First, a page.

Unfortunately though, peak marathon training is going to suck energy out of you anyway. No matter how slow you take the runs, it’s still a lot of mileage and time on your feet and that’s just exhausting on the body. To some degree that’s a normal part of training and is even beneficial in that it prepares you to perform on tired legs.

      I think you make a great point and I appreciate your advice, but I still think I need to explore other ways (XT, strength) to improve my balance and and energy management during this cycle. It’s really more so about the balance than the energy anyway. Thank you!!!!

  13. I am a planner as well, but with a traveling hubby and 2 kids along with me working full time I’ve learned to adapt. I toyed with doing another full this fall, but decided after Grandma’s I need a break from distances over the half marathon.

  14. This post was exactly what I needed to read right now! I’ve been struggling trying to find that “balance” as well. It is tough!

    I’m a planner, and I stick to training programs. It’s very easy for me to feel lost when I’m not following a program. I’m doing Route 66 in November, and my training program is 18 weeks in duration. I feel like I’m keeping up my running leading up to starting the program, but it can be difficult at times.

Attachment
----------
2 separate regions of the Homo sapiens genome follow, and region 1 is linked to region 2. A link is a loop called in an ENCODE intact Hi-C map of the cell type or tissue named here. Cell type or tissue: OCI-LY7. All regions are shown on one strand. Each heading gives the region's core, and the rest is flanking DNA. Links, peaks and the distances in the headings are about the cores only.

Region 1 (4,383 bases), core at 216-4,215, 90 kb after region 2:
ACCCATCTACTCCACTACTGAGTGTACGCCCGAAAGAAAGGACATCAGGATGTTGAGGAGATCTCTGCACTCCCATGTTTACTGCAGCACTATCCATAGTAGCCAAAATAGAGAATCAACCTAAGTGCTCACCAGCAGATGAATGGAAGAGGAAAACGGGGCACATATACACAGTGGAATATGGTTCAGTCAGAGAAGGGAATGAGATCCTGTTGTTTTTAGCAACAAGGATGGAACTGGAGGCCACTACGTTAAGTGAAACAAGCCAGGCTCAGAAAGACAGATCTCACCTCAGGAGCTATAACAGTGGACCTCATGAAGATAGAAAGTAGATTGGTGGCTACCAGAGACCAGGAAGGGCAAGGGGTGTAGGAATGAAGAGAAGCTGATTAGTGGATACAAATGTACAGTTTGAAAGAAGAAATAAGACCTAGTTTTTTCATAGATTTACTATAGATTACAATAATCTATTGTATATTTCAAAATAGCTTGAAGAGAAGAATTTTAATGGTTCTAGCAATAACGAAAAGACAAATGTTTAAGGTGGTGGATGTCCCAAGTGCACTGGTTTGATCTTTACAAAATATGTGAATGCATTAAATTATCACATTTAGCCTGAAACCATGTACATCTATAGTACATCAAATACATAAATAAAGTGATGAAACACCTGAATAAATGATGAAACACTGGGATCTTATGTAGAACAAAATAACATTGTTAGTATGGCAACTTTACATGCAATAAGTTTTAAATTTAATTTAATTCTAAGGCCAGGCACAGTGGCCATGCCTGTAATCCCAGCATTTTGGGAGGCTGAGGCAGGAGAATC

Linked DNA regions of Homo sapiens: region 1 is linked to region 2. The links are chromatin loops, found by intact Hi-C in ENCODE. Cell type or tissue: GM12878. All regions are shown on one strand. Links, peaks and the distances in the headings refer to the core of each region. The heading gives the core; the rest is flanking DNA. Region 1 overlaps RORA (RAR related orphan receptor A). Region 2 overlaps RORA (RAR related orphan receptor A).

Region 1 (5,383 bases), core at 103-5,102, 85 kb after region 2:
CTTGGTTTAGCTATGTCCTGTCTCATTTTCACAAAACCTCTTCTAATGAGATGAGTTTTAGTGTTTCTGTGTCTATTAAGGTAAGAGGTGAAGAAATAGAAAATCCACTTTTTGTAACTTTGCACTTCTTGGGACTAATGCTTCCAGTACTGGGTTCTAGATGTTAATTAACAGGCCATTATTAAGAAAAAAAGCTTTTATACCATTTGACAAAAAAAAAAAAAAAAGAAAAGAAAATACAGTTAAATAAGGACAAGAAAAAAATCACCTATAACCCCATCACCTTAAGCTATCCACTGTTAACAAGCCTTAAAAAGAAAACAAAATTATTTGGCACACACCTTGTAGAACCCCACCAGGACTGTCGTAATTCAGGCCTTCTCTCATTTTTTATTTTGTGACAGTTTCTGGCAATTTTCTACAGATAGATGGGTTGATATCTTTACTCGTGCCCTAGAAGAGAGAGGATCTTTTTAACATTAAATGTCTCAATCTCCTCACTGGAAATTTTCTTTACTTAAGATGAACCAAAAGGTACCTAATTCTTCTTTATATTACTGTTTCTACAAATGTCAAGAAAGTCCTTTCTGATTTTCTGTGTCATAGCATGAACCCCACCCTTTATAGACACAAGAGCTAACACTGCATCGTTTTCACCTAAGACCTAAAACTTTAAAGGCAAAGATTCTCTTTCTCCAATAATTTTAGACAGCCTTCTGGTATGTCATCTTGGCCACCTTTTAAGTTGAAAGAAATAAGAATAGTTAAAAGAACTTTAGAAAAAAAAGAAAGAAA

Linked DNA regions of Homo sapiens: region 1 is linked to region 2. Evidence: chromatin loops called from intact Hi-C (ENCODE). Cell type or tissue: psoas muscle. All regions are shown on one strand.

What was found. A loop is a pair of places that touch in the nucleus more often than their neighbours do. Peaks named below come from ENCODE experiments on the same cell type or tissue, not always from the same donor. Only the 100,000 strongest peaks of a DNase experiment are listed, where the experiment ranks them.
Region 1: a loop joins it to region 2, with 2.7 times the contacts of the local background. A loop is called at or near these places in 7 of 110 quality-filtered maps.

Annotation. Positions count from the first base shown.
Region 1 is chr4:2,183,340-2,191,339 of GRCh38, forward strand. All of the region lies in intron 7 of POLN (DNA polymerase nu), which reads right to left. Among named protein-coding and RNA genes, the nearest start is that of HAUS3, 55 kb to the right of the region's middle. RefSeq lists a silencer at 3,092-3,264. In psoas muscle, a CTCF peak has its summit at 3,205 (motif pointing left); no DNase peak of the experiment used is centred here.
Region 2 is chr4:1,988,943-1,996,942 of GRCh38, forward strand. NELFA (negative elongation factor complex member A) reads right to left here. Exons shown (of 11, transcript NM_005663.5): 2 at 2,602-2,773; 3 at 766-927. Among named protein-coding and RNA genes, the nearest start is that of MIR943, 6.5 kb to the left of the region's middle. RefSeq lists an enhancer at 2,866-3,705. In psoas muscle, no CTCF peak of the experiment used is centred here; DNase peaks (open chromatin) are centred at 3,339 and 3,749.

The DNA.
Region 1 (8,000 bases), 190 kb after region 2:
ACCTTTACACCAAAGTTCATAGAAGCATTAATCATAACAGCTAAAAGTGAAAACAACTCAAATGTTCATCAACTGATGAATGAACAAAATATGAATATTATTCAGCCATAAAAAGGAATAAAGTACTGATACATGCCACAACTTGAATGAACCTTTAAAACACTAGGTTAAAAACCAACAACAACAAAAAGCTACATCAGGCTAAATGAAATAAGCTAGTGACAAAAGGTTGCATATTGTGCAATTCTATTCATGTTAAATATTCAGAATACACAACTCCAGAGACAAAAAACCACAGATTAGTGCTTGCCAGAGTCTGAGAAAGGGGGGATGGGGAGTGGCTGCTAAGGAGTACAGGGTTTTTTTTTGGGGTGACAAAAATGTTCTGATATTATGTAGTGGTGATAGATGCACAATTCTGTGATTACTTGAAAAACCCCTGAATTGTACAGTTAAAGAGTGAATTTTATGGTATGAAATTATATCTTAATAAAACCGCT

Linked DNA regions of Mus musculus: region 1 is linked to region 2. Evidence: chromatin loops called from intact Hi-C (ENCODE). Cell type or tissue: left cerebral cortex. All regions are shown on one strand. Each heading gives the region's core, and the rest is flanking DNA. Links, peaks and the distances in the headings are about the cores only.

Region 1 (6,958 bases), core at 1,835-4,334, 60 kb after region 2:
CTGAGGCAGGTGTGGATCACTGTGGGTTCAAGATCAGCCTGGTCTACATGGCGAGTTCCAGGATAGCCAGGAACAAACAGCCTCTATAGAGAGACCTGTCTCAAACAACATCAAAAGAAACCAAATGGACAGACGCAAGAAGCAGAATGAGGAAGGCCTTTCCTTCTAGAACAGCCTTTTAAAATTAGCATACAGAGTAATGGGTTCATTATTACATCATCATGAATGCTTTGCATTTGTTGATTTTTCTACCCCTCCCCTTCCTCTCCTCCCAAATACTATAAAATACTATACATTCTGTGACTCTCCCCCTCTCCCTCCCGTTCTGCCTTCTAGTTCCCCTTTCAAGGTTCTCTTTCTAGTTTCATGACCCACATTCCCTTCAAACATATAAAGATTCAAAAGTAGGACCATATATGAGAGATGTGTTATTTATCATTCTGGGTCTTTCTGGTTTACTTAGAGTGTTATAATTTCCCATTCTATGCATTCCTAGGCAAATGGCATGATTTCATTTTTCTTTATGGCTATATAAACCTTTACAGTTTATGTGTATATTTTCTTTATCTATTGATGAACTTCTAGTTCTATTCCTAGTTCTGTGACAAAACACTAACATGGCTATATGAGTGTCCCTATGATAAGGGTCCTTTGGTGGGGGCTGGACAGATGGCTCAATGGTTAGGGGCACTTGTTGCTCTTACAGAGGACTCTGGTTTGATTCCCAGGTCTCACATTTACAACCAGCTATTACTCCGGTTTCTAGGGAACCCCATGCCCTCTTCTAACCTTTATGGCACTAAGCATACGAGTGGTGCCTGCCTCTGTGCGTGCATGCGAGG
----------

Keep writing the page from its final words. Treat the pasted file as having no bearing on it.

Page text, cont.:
And, I also plan on trying to wake up a little earlier each day to create a habit for early-morning workouts/runs.

  15. Just discovered your blog & can’t wait to follow along with your training! I recently read “Meb for Mortals” which had a ton of great form drills, now if only I could get myself to spend the extra time doing them! haha

    1. Thank you so much, and happy you stopped by! Oooo Meb for Mortals is a good idea, I’ve been wanting to check that out anyway and now I have an excuse!

  16. I’m late to the party, but these are the form drills I was doing earlier this year. I did get a huge 5k PR, so maybe they help? The video is super cheesy, but it helped seeing what each move was supposed to look like. The video also talks about doing strides between the drills and the importance of going for an easy run after the drills (to help you learn to apply the drills to actual running, or something).

  17. I love how logical your plan-making is. I do something similar. I think if you want to PR in the half, you’re going to need to cut down on the long, long runs (especially if you don’t care about your time at the Milwaukee Marathon) and add in a lot of high-quality running workouts. I bet adding some strength and plyometrics would increase your speed too.

    For Berlin, I’m running four times a week, with one cross training day and one strength training day. I NEED the balance. 🙂

    1. I need balance too, and I’m actually thinking of doing the same as you: 4 run/1 XT/1 strength. I’m still resistant to a 6 day week but for some reason strength doesn’t feel like as big of a sacrifice as adding another run day. Good luck! So exciting that you’re starting training already!